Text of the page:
This series brings together artists, musicians, technologists, engineers, and theorists to join forces in the interrogation and production of new blockchain technologies.
aims to examine what is at stake in the formalisation of ‘doing good’ under blockchain systems for decentralised trust. We consider how one could design for contingency, to identify what must be left out. The themes we will be exploring are: behaviour under transparency; incentives for participation; increased engagement & resisting de-facto centralisation.
Citizen groups that engage in activism and ‘doing good’ are generally structured around informal economies which rely on a certain degree of flexibility, improvisation and indeterminacy of activity. The introduction of technical systems can have a flattening effect that removes all contingency from a system, and sets distinct rules under which an activity or exchange can take place. These rules may also be opaque, shaped by the affordances of technologies.
In exploring the notion of ‘doing good’ with blockchains we look at how application to informal systems (e.g. for organising migration from war zones to stable territories) are forced into a formalised rule based structure, while formal systems for public good (eg distribution of social welfare) may exacerbate issues of both exclusion and monitoring.
This workshop is devised by Ruth Catlow (Furtherfield) and Ben Vickers (Serpentine) in collaboration with Goethe-Institut London and in partnership with Dr Sarah Meiklejohn from UCL, as part of the research project Glass Houses – Transparency and Privacy in Information Economies.
Sarah Meiklejohn is a Reader in Cryptography and Security at University College London. She has broad research interests in computer security and cryptography, and has worked on topics such as anonymity and criminal abuses in cryptocurrencies, privacy-enhancing technologies, and bringing transparency to shared systems.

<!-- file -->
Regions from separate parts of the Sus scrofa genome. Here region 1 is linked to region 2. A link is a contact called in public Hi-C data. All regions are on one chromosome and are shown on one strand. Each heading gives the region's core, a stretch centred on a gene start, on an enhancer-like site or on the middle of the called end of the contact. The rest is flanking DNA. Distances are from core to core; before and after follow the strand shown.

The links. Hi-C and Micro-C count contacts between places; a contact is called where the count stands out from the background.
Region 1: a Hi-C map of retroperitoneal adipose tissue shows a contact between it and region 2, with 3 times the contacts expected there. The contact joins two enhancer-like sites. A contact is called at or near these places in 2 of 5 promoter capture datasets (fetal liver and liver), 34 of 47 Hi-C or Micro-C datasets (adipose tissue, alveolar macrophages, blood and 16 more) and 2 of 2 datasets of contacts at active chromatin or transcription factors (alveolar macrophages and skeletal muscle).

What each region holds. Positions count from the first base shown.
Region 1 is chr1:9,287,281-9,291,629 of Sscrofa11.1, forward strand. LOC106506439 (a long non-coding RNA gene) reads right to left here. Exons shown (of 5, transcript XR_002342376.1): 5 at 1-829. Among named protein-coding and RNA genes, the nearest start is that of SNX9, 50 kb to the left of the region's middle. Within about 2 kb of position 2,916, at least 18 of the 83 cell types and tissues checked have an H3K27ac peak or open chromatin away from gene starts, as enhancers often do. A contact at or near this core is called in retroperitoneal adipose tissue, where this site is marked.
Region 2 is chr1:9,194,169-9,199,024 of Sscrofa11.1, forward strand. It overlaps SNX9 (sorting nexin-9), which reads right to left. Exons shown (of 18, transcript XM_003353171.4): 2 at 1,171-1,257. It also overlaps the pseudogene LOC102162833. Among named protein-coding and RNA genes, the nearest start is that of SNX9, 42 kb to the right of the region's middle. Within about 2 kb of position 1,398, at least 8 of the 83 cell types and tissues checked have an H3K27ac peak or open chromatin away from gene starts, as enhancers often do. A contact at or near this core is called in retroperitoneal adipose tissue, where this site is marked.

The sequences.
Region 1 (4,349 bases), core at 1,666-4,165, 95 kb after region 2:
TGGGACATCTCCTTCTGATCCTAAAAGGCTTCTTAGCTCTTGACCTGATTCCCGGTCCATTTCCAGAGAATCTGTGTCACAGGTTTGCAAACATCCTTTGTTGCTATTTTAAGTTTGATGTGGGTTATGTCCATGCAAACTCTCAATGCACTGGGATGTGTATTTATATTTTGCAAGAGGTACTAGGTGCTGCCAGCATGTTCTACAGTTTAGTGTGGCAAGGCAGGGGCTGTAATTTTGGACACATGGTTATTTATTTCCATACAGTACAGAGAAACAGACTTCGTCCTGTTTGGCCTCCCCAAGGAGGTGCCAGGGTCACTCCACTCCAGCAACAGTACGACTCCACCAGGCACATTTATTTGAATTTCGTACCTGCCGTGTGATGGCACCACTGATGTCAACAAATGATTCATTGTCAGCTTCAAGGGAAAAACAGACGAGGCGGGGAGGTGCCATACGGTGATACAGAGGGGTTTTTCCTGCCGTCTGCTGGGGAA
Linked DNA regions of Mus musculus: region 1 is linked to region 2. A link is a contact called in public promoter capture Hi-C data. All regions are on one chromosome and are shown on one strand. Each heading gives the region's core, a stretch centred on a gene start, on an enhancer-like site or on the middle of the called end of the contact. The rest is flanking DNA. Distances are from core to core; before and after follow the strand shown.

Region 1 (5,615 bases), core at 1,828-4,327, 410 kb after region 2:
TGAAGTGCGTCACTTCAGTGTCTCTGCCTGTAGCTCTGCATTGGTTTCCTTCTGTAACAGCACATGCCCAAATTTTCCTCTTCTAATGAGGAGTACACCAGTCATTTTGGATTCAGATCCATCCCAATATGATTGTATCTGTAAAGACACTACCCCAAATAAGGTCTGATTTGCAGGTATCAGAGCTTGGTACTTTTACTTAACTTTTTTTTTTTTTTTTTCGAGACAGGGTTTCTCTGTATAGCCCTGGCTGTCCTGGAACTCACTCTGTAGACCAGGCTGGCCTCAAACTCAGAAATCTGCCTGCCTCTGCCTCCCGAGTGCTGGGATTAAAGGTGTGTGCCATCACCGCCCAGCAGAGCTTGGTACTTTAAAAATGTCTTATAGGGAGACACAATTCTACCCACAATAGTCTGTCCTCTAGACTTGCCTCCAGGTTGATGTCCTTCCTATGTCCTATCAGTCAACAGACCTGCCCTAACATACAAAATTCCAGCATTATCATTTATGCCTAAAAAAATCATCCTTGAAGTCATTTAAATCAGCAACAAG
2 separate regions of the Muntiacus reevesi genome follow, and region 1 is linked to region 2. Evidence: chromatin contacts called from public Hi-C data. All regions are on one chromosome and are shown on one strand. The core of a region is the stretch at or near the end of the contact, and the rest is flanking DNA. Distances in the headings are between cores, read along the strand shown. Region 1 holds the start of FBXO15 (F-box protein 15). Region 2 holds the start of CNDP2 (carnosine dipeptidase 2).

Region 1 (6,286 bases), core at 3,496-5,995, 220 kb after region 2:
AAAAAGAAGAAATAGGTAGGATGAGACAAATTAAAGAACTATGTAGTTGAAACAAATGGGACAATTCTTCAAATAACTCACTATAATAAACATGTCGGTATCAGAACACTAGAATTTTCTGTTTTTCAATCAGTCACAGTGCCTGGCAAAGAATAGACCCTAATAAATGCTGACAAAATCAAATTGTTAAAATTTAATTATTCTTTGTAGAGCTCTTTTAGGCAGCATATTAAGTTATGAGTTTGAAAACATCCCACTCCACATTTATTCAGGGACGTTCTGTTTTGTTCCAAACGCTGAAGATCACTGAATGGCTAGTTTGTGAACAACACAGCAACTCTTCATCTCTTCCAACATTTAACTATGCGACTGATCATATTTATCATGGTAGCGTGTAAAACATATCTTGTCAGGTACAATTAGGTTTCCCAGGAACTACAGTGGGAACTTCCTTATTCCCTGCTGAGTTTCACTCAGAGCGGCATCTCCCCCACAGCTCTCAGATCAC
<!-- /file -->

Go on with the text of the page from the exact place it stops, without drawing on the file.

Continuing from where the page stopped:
Jaya Klara Brekke
Jaya Klara Brekke writes, does research and speaks on the political economy of blockchain and consensus protocols, focusing on questions of politics, redistribution and power in distributed systems. She is the author of the B9Lab ethical training module for blockchain developers, and the Satoshi Oath, a hippocratic oath for blockchain development. She is based between London, occasionally Vienna (as a collaborator of RIAT – Institute for Future Cryptoeconomics) and Durham University, UK where she is writing a PhD with the preliminary title Distributing Chains, three strategies for thinking blockchain politically (distributingchains.info).
Laura Willis works as Design Lead in user experience at CitizenMe. Alongside this work Laura is also very passionate about illustration and won an award for Macmillan children’s books before she graduated from University of the Arts, London.
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Kei Kreutler is a researcher, designer, and developer interested in how cultural narratives of technologies shape their use. She contributes to a range of projects—from the networked residence initiative unMonastery to the augmented reality game for urban research PATTERNIST—related to organizational design and practice. She is Creative Director at Gnosis, a forecasting platform on the Ethereum blockchain, and lives in Berlin.